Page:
The authors aimed to describe the natural history and optimal management of persistent syringomyelia after suboccipital craniectomy for Chiari malformation type I (CM-I).
A cohort of all patients who presented to a tertiary pediatric hospital with newly diagnosed CM-I between 2009 and 2017 was identified. Patients with persistent or worsened syringomyelia were identified on the basis of a retrospective review of medical records and imaging studies. The management of these patients and their clinical courses were then described.
A total of 153 children with CM-I and syringomyelia were evaluated between 2009 and 2017. Of these, 115 (68.8%) patients underwent surgical intervention: 40 patients underwent posterior fossa decompression (PFD) alone, 43 underwent PFD with duraplasty, and 32 underwent PFD with duraplasty and fourth ventricle stent placement. Eleven (7.19%) patients had increased syringomyelia on subsequent postoperative imaging. Three of these patients underwent revision surgery because of worsening scoliosis or pain, 2 of whom were lost to follow-up, and 4 were managed nonoperatively with close surveillance and serial MRI evaluations. The syringes decreased in size in 3 patients and resolved completely in 1 patient.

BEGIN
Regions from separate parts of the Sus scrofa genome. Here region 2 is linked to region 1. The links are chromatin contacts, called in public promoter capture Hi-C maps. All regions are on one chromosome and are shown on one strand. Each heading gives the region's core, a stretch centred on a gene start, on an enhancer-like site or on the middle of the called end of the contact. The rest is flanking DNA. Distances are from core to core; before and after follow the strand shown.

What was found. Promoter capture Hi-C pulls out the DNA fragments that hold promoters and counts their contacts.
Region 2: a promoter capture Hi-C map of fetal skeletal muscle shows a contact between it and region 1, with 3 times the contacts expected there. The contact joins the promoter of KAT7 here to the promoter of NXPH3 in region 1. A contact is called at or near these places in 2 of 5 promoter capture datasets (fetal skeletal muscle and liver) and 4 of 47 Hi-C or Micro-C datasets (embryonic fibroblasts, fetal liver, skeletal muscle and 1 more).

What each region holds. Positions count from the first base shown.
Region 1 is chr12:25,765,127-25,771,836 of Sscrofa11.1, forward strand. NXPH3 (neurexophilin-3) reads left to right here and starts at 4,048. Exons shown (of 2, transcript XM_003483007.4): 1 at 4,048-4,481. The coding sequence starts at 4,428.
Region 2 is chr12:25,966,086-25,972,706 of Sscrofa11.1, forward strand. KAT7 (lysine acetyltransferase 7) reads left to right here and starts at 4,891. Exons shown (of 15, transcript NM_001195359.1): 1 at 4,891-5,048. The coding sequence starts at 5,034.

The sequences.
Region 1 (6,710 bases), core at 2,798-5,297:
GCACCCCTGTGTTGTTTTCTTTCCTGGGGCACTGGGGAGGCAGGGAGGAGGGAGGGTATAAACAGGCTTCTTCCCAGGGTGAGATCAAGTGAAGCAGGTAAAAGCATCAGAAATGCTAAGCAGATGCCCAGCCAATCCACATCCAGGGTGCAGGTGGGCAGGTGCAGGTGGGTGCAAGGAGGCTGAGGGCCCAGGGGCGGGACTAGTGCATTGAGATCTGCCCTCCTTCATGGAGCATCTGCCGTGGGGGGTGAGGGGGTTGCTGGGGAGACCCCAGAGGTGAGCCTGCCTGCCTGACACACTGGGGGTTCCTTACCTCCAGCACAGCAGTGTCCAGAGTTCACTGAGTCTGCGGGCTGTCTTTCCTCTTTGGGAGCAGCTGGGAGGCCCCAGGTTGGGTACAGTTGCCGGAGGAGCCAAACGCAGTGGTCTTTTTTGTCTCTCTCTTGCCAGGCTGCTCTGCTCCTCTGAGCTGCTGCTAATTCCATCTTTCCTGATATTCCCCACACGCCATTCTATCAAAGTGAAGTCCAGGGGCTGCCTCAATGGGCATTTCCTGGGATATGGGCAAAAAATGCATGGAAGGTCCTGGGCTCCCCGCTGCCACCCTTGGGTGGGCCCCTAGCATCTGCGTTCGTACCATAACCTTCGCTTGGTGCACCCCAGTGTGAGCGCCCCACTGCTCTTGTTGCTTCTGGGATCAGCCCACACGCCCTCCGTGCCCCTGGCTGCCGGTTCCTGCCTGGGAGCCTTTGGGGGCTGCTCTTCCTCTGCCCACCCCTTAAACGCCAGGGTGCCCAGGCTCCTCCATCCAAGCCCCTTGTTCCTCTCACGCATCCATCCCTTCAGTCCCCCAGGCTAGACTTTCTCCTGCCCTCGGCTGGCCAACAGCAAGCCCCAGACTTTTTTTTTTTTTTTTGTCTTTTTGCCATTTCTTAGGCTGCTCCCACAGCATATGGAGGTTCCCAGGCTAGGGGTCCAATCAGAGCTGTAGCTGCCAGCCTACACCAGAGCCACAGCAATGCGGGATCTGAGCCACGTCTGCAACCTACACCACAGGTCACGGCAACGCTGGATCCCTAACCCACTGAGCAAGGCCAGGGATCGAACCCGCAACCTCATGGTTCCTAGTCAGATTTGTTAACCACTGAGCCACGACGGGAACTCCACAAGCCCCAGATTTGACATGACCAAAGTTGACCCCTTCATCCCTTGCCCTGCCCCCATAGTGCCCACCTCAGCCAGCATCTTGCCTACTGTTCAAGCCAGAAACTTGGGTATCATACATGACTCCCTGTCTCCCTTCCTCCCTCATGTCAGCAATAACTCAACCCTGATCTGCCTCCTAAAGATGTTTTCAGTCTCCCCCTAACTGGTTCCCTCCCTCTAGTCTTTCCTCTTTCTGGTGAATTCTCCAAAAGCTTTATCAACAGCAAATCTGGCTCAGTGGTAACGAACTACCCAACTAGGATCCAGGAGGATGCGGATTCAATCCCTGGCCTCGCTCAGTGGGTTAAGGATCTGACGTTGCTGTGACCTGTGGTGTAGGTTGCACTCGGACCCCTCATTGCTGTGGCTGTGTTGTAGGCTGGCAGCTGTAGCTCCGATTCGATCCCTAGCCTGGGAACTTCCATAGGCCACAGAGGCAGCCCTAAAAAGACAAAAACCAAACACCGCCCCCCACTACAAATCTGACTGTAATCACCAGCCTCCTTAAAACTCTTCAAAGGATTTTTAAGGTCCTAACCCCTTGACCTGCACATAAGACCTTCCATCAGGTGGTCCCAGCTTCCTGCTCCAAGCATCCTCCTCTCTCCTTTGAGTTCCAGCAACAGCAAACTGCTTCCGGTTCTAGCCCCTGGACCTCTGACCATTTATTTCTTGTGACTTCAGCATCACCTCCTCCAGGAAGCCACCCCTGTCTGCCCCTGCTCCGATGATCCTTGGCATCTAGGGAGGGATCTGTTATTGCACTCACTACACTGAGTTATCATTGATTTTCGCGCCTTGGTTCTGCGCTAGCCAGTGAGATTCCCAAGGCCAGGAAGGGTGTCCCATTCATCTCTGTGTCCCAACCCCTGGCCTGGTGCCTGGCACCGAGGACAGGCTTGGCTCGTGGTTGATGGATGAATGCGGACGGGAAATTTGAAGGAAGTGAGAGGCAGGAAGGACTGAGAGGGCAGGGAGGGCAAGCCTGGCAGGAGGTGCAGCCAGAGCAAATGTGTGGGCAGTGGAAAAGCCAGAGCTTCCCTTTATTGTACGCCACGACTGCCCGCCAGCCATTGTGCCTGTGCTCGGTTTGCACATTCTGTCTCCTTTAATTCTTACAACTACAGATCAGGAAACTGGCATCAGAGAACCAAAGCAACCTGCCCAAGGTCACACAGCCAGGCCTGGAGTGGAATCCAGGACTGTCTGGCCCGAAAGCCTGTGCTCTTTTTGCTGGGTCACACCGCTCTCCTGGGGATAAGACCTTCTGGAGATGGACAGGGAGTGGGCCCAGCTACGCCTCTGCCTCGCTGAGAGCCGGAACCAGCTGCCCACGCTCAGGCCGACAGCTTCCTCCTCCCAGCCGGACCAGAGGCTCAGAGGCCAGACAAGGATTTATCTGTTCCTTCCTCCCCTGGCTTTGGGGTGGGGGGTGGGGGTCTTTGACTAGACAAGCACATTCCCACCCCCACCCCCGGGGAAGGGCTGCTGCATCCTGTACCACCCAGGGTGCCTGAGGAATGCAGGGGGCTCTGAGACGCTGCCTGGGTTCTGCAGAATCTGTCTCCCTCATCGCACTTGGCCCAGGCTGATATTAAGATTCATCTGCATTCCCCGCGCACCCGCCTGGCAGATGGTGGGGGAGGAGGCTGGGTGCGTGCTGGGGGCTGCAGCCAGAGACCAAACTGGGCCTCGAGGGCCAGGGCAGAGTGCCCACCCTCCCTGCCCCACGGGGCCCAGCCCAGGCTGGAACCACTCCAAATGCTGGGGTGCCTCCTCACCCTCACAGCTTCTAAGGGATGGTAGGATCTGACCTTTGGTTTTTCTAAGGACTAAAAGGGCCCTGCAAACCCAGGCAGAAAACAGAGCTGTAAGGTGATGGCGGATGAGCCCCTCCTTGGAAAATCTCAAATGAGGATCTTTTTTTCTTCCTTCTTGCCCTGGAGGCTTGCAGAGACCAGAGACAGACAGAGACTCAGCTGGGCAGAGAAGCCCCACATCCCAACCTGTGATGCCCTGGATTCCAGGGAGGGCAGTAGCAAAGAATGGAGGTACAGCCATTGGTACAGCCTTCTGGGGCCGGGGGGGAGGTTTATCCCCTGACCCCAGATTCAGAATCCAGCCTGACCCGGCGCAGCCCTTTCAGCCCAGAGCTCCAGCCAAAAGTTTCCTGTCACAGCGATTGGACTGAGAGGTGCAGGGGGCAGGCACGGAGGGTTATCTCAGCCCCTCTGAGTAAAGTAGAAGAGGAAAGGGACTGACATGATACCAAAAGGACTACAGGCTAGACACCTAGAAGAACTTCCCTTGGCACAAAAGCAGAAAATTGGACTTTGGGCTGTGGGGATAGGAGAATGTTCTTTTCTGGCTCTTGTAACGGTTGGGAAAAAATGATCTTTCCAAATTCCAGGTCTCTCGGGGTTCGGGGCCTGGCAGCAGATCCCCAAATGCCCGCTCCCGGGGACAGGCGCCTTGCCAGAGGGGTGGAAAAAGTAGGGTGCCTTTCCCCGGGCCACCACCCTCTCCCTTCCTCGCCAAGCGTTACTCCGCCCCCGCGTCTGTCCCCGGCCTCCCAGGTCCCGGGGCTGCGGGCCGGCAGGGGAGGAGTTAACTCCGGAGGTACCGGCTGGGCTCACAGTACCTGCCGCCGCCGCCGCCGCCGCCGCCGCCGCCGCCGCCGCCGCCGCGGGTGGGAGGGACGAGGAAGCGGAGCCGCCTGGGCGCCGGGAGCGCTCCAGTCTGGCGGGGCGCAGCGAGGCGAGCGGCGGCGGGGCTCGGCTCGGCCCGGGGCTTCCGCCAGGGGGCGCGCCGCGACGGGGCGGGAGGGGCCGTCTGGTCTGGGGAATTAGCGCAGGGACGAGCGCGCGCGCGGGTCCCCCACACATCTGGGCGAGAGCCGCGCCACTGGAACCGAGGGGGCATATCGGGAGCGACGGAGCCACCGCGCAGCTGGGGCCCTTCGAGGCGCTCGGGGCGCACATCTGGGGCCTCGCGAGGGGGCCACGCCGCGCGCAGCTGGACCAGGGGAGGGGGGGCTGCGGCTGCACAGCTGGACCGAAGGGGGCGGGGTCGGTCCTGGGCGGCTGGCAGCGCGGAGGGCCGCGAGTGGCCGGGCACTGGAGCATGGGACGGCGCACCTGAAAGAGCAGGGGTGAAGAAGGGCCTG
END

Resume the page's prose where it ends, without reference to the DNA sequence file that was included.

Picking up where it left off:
Persistent or worsened syringomyelia after CM-I decompression is uncommon. In the absence of symptoms, nonoperative management with close observation is safe for patients with persistent syrinx.